Checkpoint: International Staffing
Companies today are becoming aware of how competitive the environment that they work within is. As the markets expand in today’s economy, national boundaries disappear. Major multinational corporations are now coming up with plans for international human resource management. The term IHRM means to put into place the capabilities of human resources, but over an international field. Many companies want multinational IHRM policies, but this has its own challenges. One of the most important difficulties is cultural differences. Staffing can become difficult when culture comes to play. This is only one of the challenges to staffing a company international.
The “expatriate problem” becomes important when considering international staffing. An expatriate is a person who leaves their country and works in another. Workers on expatriate assignments often face the following problems: * Helping their family adjust
* Change of lifestyle
* Change of type of work
* A drop in performance
* Leaving for other opportunities
* Difficulties returning to their home country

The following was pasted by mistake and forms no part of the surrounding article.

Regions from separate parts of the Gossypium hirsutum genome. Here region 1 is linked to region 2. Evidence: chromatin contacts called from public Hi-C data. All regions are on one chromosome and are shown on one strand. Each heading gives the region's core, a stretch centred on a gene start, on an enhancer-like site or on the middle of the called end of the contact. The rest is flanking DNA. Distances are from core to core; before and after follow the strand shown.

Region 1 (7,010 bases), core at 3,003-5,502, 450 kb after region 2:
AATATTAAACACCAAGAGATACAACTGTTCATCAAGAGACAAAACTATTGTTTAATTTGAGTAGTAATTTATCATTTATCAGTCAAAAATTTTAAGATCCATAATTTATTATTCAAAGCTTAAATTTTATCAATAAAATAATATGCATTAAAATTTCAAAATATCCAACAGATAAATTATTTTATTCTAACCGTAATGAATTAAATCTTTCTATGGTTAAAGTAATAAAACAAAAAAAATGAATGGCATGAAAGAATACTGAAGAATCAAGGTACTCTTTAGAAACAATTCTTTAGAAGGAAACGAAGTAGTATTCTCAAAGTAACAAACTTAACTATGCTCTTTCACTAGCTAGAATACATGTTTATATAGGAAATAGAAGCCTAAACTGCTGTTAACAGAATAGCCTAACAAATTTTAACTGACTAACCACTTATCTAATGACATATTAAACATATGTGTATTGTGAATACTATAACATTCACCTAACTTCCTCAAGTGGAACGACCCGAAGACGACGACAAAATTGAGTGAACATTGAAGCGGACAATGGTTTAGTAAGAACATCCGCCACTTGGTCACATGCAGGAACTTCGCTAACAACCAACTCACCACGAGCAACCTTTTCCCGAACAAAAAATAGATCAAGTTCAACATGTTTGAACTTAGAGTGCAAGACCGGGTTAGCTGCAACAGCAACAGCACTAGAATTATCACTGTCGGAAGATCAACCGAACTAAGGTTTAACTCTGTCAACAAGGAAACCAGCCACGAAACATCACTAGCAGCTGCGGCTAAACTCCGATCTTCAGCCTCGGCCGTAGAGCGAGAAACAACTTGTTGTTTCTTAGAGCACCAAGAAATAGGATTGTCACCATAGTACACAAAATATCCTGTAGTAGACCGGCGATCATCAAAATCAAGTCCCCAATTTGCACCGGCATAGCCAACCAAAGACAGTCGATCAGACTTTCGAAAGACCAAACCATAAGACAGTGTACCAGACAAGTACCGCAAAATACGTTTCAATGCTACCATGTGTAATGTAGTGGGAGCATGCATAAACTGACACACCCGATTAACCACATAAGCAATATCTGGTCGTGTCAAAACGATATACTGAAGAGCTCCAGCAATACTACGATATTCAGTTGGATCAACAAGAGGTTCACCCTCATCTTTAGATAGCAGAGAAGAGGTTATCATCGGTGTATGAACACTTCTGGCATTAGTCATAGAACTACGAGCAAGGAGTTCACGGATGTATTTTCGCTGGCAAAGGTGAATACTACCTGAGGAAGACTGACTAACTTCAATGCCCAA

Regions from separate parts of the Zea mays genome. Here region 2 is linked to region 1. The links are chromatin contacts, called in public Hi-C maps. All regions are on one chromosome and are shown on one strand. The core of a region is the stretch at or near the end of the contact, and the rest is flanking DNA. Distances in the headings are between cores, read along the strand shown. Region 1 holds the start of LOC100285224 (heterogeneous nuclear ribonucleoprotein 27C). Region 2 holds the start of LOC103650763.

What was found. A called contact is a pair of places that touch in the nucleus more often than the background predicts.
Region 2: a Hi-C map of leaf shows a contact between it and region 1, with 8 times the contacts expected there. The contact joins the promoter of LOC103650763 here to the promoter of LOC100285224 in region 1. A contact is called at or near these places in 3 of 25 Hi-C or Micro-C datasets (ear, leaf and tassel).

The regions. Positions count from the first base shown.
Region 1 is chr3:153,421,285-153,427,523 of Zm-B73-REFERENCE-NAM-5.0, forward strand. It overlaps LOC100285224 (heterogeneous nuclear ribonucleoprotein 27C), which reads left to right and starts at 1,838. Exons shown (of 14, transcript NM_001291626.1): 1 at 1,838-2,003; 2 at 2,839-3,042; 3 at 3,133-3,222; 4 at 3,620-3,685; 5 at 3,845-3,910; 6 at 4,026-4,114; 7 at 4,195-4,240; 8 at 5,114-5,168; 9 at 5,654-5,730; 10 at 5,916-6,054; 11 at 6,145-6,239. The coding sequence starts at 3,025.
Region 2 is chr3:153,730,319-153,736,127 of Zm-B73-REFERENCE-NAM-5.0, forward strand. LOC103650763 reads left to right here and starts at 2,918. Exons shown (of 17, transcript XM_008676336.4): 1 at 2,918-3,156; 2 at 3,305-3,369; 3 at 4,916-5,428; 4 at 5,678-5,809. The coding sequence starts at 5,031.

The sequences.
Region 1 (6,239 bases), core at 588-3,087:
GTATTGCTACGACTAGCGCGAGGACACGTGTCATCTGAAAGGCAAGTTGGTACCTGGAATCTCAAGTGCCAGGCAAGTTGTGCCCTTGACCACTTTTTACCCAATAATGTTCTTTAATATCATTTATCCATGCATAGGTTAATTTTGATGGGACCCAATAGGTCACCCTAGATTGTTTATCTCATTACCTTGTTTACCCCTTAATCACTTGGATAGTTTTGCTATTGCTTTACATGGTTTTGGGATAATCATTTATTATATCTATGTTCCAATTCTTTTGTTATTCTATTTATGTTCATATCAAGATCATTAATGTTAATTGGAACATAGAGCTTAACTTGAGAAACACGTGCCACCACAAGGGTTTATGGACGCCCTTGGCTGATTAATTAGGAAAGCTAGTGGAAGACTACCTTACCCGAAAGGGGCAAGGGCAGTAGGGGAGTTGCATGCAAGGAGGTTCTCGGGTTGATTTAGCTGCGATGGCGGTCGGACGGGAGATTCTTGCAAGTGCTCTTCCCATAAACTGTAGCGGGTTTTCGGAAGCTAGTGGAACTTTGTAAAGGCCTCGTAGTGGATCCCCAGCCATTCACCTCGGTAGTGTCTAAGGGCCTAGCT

* Adjusting to a new environment
* Learning a new language
Expatriate failure is a common problem, and to prevent this, companies need the best employees to send abroad and must be able to give them intense training and development. This employee must expatriate with a background in potential cultural differences. It is also difficult to train international staff thoroughly enough. People who are sent abroad to work need to know as much as they can about the culture and the country that they are going to.
International recruiting is also not easy. “HR departments must be particularly responsive to the cultural, political, and legal environments both domestically and abroad when recruiting internationally” (Bohlander & Snell, S.A., 2007, p.648).
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